What I find amazing is that this strikes some people as remarkable.

Today’s pen: Parker 51
Today’s ink: Diamine Marine (which is really the wife’s ink, but she doesn’t mind it I use some)

PS– since I’m making noise now, I won’t wait until the Thursday progress report to mention that there’s a new story on the fiction front.  My wife, who is somewhat biased, says it’s her favourite thing there thus far.

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If Not Comfort, Then at Least Joy

Posted by Dirck on 24 December, 2015

Well, here we are at Scrooge Startling Day, hopefully all glowing with the anticipation of a happy tomorrow spent in the bosom of a family of however much extension one can manage.  I certainly am; for the past ten years, there have been three generations at my parent’s place, and for the past seven the same has been true at my in-laws, and we are as non-strife-seeking a pair of families as can well be imagined.

This year, there is a confusion in our plans, because in an act of what should be unnecessary charity, we will be bringing an outsider into the proceedings at both grand-parental abodes.  It’s the sort of thing that ought to get Dickens’s various haunts stirring their stumps, too, because the reason we are doing this is rather scandalous.

Our friend has had what I can only call a dismal year.  The financial problems which I occasionally touch on in my own case are the proverbial copes of lead in her case.  Single, she is not eligible for any of the provincial low income supplement programs; these are limited to low income families (I’ll mention that I am technically able to apply for at least one of these, but due to the gross household income being enough the adults present to be above the poverty line, it would be about $30/month at a cost of many hours/month of dealing with bureaucracy; it’s not exactly an open-handed set of programs).  She is working several part-time jobs in keeping with the current notions of employment, the combined income of which almost covers her rent… in a good month.  Because of the increased workload at the one retail job she has, the main and most regular employment, she finds her hours cut to a maximum of two hours per week, to make room for a load of temporary minimum-wage workers– rise up, o rise, you Dickensian spectres!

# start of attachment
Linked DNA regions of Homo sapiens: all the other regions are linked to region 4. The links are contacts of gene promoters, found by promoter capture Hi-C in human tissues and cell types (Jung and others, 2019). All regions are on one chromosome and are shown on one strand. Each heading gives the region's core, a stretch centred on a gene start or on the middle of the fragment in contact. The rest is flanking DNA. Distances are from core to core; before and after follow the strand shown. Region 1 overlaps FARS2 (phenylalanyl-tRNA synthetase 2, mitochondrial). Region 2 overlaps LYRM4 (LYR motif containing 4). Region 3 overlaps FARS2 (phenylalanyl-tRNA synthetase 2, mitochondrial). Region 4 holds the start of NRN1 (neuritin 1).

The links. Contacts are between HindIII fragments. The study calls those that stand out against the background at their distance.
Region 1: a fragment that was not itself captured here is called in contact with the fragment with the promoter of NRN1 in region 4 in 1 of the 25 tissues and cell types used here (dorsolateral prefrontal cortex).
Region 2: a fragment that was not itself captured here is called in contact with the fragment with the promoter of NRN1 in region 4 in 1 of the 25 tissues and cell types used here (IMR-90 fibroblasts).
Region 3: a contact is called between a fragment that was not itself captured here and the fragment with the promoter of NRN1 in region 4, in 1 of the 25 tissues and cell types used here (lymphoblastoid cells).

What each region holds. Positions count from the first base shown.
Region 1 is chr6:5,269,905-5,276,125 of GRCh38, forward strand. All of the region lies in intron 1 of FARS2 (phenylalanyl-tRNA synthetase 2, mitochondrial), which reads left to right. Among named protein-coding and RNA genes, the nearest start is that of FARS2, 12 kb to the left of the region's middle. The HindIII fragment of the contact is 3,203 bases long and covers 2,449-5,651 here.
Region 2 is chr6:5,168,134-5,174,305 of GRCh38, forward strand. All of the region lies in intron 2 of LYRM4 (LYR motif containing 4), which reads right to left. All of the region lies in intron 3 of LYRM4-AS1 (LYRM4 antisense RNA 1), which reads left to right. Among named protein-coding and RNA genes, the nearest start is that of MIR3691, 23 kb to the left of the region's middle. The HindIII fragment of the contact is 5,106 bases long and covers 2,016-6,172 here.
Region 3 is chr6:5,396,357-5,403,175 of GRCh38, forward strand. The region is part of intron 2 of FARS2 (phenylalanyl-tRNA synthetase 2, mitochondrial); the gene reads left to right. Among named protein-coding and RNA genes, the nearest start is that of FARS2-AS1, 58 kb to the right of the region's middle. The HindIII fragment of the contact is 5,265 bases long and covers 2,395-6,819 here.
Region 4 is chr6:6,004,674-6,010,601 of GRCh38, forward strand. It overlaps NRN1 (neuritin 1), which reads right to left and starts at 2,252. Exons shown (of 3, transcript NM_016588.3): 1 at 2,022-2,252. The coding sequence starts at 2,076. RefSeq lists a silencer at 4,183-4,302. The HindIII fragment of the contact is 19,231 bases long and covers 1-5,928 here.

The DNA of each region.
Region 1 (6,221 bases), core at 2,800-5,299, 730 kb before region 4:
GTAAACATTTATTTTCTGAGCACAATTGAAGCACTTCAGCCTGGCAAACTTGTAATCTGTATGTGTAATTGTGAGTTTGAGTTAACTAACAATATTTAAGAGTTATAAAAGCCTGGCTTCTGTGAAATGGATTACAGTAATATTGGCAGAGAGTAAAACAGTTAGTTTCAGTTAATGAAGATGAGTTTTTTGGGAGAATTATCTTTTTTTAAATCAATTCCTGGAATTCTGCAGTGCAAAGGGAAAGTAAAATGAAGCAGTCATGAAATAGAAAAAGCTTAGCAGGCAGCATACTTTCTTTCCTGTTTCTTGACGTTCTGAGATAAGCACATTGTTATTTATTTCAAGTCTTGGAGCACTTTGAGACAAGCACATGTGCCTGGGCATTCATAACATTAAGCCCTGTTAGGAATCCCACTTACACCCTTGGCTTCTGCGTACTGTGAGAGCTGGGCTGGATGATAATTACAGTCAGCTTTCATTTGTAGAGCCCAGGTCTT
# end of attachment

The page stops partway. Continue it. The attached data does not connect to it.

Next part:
We add to this litany of financial woe her mother tipping into full dementia.  This landed her in a public care home (the lickpenny provincial government has not quite unwound the socialist works of the 1950s through 1970s so far as to do away with these institutions), where she may if in a state of relative coherence receive brief visits.  Thus, the friend’s traditional Christmas of spending the day with mom becomes impossible.  Her father, long estranged from mom, and his family live about 2,500 kilometres away, a distance she cannot pay to travel even if she were disinclined to spend whatever of tomorrow as she can with mom.